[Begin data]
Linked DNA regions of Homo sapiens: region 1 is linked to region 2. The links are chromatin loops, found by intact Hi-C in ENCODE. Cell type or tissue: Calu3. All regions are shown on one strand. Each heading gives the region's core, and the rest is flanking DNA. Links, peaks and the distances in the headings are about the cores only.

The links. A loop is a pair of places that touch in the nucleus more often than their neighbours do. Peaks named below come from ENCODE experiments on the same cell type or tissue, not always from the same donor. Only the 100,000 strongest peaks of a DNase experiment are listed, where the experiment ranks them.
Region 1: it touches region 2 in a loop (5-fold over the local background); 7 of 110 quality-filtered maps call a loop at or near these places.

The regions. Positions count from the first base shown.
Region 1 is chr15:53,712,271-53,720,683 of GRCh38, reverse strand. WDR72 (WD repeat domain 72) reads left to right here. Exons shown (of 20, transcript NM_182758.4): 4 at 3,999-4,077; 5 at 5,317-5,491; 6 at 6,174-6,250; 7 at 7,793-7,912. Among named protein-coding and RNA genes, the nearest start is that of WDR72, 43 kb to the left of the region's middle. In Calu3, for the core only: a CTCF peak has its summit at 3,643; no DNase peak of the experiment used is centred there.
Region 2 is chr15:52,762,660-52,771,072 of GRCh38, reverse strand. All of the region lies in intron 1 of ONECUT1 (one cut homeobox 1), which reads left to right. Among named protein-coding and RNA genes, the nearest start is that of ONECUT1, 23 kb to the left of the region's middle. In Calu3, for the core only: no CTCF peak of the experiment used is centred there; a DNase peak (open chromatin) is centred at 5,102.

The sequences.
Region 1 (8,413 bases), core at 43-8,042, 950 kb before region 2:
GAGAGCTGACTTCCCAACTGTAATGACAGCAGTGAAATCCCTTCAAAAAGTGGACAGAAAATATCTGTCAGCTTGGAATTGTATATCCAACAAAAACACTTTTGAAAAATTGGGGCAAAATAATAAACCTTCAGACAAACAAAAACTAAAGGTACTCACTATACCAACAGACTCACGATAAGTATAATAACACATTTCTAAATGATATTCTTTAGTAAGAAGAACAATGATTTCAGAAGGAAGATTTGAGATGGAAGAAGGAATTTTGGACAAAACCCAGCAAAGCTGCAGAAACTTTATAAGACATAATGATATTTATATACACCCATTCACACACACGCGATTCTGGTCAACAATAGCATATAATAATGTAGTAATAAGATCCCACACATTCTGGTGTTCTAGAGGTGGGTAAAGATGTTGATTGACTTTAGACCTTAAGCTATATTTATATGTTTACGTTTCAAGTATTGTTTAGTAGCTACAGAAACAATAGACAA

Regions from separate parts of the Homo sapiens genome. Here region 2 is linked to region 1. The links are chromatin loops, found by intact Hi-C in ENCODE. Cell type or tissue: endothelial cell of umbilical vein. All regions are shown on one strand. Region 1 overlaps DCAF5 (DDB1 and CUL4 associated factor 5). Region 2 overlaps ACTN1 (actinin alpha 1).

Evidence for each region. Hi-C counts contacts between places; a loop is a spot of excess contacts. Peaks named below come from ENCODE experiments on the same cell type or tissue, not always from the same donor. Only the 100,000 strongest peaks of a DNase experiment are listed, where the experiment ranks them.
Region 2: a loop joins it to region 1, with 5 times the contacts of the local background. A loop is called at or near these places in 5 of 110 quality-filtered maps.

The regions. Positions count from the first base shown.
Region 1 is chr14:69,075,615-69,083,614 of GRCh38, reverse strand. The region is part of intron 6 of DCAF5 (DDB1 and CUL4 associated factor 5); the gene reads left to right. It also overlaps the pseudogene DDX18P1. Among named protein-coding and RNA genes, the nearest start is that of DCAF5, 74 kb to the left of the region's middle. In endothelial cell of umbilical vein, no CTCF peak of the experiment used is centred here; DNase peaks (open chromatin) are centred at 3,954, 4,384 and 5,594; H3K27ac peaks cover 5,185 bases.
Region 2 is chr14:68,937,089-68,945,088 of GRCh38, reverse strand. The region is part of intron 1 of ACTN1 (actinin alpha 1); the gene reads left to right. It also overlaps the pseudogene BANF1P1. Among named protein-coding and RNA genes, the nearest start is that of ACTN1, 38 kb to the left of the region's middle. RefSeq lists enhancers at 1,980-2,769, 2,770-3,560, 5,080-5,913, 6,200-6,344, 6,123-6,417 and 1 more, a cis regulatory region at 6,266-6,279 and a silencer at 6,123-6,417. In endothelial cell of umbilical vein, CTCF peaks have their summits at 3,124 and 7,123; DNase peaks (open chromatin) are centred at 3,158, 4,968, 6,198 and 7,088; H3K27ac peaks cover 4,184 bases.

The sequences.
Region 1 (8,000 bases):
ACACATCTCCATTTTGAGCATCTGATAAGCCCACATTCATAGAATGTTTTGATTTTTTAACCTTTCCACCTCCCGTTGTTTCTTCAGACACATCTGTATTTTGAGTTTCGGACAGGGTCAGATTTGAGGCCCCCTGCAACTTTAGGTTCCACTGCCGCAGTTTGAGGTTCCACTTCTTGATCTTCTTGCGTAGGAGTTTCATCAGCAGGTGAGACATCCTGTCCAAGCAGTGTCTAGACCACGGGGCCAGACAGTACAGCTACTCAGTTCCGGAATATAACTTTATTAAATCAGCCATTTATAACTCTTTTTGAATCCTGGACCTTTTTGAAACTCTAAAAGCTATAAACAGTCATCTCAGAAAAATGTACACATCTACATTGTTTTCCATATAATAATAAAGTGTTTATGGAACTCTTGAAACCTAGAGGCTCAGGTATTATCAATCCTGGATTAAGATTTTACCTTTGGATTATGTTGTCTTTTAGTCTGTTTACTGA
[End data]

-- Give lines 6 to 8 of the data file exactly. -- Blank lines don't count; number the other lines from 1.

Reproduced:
Region 2 is chr15:52,762,660-52,771,072 of GRCh38, reverse strand. All of the region lies in intron 1 of ONECUT1 (one cut homeobox 1), which reads left to right. Among named protein-coding and RNA genes, the nearest start is that of ONECUT1, 23 kb to the left of the region's middle. In Calu3, for the core only: no CTCF peak of the experiment used is centred there; a DNase peak (open chromatin) is centred at 5,102.

The sequences.
Region 1 (8,413 bases), core at 43-8,042, 950 kb before region 2: